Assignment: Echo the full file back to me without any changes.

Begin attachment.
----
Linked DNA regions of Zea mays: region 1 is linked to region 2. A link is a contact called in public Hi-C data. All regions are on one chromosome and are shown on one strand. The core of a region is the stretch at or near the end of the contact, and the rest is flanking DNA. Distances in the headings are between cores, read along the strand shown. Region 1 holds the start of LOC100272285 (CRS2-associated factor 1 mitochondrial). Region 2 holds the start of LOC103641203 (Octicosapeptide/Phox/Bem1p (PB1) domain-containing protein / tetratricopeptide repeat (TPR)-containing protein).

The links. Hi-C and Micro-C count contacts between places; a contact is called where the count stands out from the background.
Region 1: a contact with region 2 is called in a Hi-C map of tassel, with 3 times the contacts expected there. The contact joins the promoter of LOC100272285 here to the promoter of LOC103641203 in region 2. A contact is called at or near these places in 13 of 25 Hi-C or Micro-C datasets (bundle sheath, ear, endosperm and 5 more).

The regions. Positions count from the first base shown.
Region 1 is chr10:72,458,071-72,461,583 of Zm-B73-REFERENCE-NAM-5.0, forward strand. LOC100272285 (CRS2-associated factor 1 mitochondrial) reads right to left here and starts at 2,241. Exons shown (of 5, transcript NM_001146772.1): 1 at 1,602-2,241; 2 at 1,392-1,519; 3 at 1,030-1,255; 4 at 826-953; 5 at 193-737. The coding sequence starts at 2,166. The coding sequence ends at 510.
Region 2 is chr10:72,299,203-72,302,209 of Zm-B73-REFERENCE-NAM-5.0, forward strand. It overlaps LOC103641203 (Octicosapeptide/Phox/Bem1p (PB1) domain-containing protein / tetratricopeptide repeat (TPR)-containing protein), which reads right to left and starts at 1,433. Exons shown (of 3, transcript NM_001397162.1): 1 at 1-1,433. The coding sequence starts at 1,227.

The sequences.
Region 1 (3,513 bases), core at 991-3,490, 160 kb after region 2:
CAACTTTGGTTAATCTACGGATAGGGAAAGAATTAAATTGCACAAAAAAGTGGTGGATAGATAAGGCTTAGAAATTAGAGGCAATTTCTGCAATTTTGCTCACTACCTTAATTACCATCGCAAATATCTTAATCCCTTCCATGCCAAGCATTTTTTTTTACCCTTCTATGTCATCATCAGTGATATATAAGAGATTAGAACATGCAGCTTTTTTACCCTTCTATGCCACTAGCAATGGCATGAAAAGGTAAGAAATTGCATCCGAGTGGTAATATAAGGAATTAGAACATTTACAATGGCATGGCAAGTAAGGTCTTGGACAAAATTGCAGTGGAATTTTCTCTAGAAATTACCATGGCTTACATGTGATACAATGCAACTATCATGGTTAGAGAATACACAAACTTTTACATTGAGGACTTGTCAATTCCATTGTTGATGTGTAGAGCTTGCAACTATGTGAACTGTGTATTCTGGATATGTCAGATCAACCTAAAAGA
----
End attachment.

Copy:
Linked DNA regions of Zea mays: region 1 is linked to region 2. A link is a contact called in public Hi-C data. All regions are on one chromosome and are shown on one strand. The core of a region is the stretch at or near the end of the contact, and the rest is flanking DNA. Distances in the headings are between cores, read along the strand shown. Region 1 holds the start of LOC100272285 (CRS2-associated factor 1 mitochondrial). Region 2 holds the start of LOC103641203 (Octicosapeptide/Phox/Bem1p (PB1) domain-containing protein / tetratricopeptide repeat (TPR)-containing protein).

The links. Hi-C and Micro-C count contacts between places; a contact is called where the count stands out from the background.
Region 1: a contact with region 2 is called in a Hi-C map of tassel, with 3 times the contacts expected there. The contact joins the promoter of LOC100272285 here to the promoter of LOC103641203 in region 2. A contact is called at or near these places in 13 of 25 Hi-C or Micro-C datasets (bundle sheath, ear, endosperm and 5 more).

The regions. Positions count from the first base shown.
Region 1 is chr10:72,458,071-72,461,583 of Zm-B73-REFERENCE-NAM-5.0, forward strand. LOC100272285 (CRS2-associated factor 1 mitochondrial) reads right to left here and starts at 2,241. Exons shown (of 5, transcript NM_001146772.1): 1 at 1,602-2,241; 2 at 1,392-1,519; 3 at 1,030-1,255; 4 at 826-953; 5 at 193-737. The coding sequence starts at 2,166. The coding sequence ends at 510.
Region 2 is chr10:72,299,203-72,302,209 of Zm-B73-REFERENCE-NAM-5.0, forward strand. It overlaps LOC103641203 (Octicosapeptide/Phox/Bem1p (PB1) domain-containing protein / tetratricopeptide repeat (TPR)-containing protein), which reads right to left and starts at 1,433. Exons shown (of 3, transcript NM_001397162.1): 1 at 1-1,433. The coding sequence starts at 1,227.

The sequences.
Region 1 (3,513 bases), core at 991-3,490, 160 kb after region 2:
CAACTTTGGTTAATCTACGGATAGGGAAAGAATTAAATTGCACAAAAAAGTGGTGGATAGATAAGGCTTAGAAATTAGAGGCAATTTCTGCAATTTTGCTCACTACCTTAATTACCATCGCAAATATCTTAATCCCTTCCATGCCAAGCATTTTTTTTTACCCTTCTATGTCATCATCAGTGATATATAAGAGATTAGAACATGCAGCTTTTTTACCCTTCTATGCCACTAGCAATGGCATGAAAAGGTAAGAAATTGCATCCGAGTGGTAATATAAGGAATTAGAACATTTACAATGGCATGGCAAGTAAGGTCTTGGACAAAATTGCAGTGGAATTTTCTCTAGAAATTACCATGGCTTACATGTGATACAATGCAACTATCATGGTTAGAGAATACACAAACTTTTACATTGAGGACTTGTCAATTCCATTGTTGATGTGTAGAGCTTGCAACTATGTGAACTGTGTATTCTGGATATGTCAGATCAACCTAAAAGA